NEW YORK (AP) — It was a sensational caseload that would put any prosecutor's office on the map — or on the spot.
There was a prominent French politician accused of sexually assaulting a hotel housekeeper; two police officers charged with the on-duty rape of a young woman; and two men caught in an alleged scheme to blow up city synagogues.
But what began as a promising, headline-grabbing summer for the Manhattan district attorney's office has been clouded by a dizzying series of setbacks inside the courthouse.
The latest setback came Friday, when prosecutors conceded the accuser in the attempted rape case against former IMF leader and potential French presidential contender Dominique Strauss-Kahn had credibility problems. The issues were serious enough that they agreed to allow a judge to lift his bail and free him from house arrest.
District Attorney Cyrus R. Vance Jr. — six weeks after he was put in the international spotlight by announcing charges against Strauss-Kahn — kept things brief when he again faced cameras outside the courthouse to deliver a prepared statement about the unfortunate turn his biggest case yet.
"As prosecutors, our duty is to do whatever is right, in every case, without fear or favor, wherever that leads," he said. "The disclosures we made that led to today's proceeding reflect that principle."
Vance refused to take questions. By contrast, the accuser's attorney, Ken Thompson, went back and forth with reporters for 20 minutes, at one point questioning Vance's resolve.
The district attorney "is too afraid to try this case," Thompson said. "We believe that he's afraid that he's going to lose this high-profile case."
That fear, he suggested, stemmed from the stunning acquittal late last month of two police officers on charges that one had raped a drunken fashion-house staffer they had escorted home.
Jurors reached the not-guilty verdict despite dramatic testimony by the woman and security videotape showing the officers repeatedly entering and leaving her apartment building over the course of the night. They instead convicted the officers of misdemeanor official misconduct for returning to the building without telling dispatchers where they were.
Two weeks later, the district attorney's office informed the court that, after failing to get a grand jury indictment, it was dropping the most serious charge against two defendants in a different case that had been brought with fanfare under a rarely used state terror conspiracy statute.
Police alleged the men wanted to strike a synagogue to avenge mistreatment of Muslims around the world. Federal authorities raised eyebrows by passing on the case, and the top charge was eventually dropped. The men still face lesser terrorism and hate crime charges that still could net them up to 32 years behind bars if they are convicted. But the defense has used the development to try to portray the case as trumped-up and politically motivated.
There was more bad news last week in another closely watched case — that of construction supervisors charged in the deaths of two firefighters in a high-rise blaze in 2007 near ground zero. A jury acquitted two of the defendants after their attorneys argued prosecutors made them scapegoats for the removal of a standpipe that would have provided water to fight the fire.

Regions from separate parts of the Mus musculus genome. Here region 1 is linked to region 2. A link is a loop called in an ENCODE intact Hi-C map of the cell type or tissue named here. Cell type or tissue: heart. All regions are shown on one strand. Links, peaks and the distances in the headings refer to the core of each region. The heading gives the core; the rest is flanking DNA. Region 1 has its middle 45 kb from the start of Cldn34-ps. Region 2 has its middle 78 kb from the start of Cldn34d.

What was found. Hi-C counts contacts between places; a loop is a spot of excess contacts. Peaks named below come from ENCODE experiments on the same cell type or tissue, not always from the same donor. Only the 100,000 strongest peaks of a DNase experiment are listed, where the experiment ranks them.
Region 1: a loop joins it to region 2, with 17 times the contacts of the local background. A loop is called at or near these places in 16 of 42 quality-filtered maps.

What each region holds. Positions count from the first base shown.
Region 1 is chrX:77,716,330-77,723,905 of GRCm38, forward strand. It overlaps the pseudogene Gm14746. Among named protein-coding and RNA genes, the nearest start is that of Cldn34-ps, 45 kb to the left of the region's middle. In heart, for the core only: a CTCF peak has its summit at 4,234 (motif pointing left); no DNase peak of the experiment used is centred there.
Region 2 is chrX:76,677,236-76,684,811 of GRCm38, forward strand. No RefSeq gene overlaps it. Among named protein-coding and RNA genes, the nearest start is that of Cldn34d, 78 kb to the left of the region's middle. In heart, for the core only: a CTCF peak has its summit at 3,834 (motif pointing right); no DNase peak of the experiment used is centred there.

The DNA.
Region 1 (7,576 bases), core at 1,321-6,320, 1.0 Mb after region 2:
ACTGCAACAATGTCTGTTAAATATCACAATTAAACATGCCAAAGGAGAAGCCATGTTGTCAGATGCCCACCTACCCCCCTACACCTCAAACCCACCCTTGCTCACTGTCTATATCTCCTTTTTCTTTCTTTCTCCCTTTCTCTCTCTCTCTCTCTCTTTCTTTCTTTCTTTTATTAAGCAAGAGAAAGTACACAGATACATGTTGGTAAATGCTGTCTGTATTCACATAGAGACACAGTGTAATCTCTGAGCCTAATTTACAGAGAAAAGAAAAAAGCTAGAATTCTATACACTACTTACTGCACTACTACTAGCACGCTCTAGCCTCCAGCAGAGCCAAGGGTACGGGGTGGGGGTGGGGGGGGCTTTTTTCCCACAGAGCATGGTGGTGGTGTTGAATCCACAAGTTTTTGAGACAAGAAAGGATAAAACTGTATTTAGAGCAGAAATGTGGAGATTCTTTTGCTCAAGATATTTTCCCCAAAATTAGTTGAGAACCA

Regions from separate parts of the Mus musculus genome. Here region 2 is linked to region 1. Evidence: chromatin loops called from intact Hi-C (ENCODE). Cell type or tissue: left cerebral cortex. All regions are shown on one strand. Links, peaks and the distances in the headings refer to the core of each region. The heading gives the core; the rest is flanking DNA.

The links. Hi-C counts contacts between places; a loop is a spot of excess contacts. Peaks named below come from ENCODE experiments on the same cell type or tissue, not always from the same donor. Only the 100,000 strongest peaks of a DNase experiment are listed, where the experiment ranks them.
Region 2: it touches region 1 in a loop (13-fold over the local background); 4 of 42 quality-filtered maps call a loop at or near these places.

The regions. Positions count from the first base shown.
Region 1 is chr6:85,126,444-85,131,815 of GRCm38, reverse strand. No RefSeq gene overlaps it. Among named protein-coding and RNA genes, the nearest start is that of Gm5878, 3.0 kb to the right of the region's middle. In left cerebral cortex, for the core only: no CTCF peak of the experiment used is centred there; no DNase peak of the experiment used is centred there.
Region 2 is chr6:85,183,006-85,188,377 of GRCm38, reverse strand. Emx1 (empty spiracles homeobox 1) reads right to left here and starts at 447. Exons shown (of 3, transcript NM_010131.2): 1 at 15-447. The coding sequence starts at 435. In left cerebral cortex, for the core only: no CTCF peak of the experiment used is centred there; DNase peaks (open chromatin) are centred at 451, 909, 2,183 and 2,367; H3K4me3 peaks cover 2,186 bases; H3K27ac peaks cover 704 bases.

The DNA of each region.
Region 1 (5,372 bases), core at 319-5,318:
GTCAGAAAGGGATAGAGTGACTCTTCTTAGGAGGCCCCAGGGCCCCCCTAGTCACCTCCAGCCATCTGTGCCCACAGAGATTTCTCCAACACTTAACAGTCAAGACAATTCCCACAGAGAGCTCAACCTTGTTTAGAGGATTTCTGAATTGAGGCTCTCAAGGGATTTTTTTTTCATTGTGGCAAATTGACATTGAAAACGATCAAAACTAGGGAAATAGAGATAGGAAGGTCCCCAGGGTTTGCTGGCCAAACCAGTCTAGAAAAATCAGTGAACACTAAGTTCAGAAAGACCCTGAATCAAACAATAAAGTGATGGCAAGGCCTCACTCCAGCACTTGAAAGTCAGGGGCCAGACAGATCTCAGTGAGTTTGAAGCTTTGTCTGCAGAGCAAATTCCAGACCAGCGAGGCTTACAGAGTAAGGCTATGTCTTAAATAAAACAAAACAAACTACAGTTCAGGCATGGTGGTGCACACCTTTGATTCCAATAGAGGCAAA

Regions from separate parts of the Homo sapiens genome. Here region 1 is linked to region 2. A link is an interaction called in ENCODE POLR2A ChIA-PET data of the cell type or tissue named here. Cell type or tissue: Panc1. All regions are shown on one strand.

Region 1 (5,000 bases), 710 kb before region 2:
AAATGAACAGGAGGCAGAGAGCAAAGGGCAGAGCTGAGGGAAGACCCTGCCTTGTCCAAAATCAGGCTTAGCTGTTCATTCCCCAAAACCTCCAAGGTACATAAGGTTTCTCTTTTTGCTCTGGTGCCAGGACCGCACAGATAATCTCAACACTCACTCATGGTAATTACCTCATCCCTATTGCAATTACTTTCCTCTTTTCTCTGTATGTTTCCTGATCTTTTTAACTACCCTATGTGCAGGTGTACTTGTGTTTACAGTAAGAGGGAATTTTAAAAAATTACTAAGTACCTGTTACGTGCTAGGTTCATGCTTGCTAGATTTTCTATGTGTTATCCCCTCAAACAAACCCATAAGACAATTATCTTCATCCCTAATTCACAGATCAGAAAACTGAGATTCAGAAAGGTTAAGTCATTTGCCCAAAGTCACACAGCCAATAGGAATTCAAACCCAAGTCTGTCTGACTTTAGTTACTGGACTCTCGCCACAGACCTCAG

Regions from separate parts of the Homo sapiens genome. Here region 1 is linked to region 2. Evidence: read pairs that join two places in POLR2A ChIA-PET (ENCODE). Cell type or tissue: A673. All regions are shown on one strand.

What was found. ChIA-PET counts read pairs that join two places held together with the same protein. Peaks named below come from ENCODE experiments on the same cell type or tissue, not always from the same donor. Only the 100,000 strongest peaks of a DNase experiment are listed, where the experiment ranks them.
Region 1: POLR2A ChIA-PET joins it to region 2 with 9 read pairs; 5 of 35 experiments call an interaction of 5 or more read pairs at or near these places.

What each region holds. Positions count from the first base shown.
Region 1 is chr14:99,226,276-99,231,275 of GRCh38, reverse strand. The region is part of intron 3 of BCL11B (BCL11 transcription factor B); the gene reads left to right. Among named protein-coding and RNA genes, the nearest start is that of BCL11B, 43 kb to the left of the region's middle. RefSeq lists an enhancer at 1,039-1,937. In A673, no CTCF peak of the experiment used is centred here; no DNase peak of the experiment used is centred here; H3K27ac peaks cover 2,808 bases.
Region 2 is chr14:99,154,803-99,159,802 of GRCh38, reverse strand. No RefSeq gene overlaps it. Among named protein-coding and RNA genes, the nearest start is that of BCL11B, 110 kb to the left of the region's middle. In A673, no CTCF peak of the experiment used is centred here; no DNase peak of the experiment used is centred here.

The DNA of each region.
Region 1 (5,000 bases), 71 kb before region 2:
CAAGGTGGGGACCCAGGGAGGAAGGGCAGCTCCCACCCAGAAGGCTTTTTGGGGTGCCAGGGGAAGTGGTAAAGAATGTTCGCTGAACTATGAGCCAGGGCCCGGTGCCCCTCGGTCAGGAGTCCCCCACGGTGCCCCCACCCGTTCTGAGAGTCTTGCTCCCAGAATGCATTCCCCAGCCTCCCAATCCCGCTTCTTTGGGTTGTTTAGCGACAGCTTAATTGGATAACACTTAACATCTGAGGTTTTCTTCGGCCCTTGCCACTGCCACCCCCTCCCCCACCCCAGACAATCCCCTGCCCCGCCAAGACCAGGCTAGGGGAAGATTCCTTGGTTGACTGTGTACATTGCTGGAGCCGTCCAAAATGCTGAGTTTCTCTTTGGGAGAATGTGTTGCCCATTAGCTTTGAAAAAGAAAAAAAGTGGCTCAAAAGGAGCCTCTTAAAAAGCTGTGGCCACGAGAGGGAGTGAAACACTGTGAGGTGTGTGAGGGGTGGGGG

Meanwhile, there has been some upheaval within the office as well as in the courtroom. The chief of the sex crimes unit, Lisa Friel, told insiders this week she would leave the post she has held for nine years to seek a private-sector job — curious timing amid the high-profile Strauss-Kahn case.
She didn't immediately return a telephone message Friday, and the district attorney's office has declined to discuss her departure.
Both the fire and the police officers' rape cases were launched before Vance arrived in 2010, and the terrorism and Strauss-Kahn cases have marked the biggest yet initiated on his watch.
Any misfortune probably has more to do with the risks in tackling tough cases than failings in legal tactics or internal turmoil, said Matthew Galluzzo, a criminal defense lawyer who worked in the sex crimes unit for three years until 2008.
"To say they've made mistakes is probably too simplistic," Galluzzo said. "It's more like they've had some bad luck and some bad publicity."
The office of the DA — vaunted for its high profile in the nation's largest city and portrayed with liberal embellishments in television shows like "Law & Order" — says it is undaunted by the recent spate of troubles.
"A prosecutor's job is to seek the truth. This office's reputation was built on its commitment to doing justice in every case, wherever that leads. We will never be afraid to try tough cases," spokeswoman Erin Duggan said Friday, noting that the office had just won a murder conviction of a man who slashed his girlfriend to death in August 2007 after a troubled relationship.
And not all the news has been bad for the DA's office this year. Prosecutors won a murder conviction in the killing of a motivational speaker, a case that drew attention because the defendant said he'd helped the man commit suicide.
A former art gallery director was convicted of scheming to defraud four artists' estates by selling their works without telling them, in a case that brought actor Robert De Niro to the witness stand; his painter father's estate was among the victims.
More than two dozen taxi drivers have pleaded guilty after a broad probe into a fare-boosting scam that affected thousands of tourists and residents who rode in the city's signature yellow cabs. A high-end hotel housekeeping manager who pleaded guilty to killing and trying to rape a woman in her room was sentenced last month to 23 years to life in prison.
In the end, it's not always about winning and losing, Galluzzo said.
"What's career-making for a DA is doing the right thing," he said. "And he should take credit for that."
Associated Press writer Jennifer Peltz contributed to this report.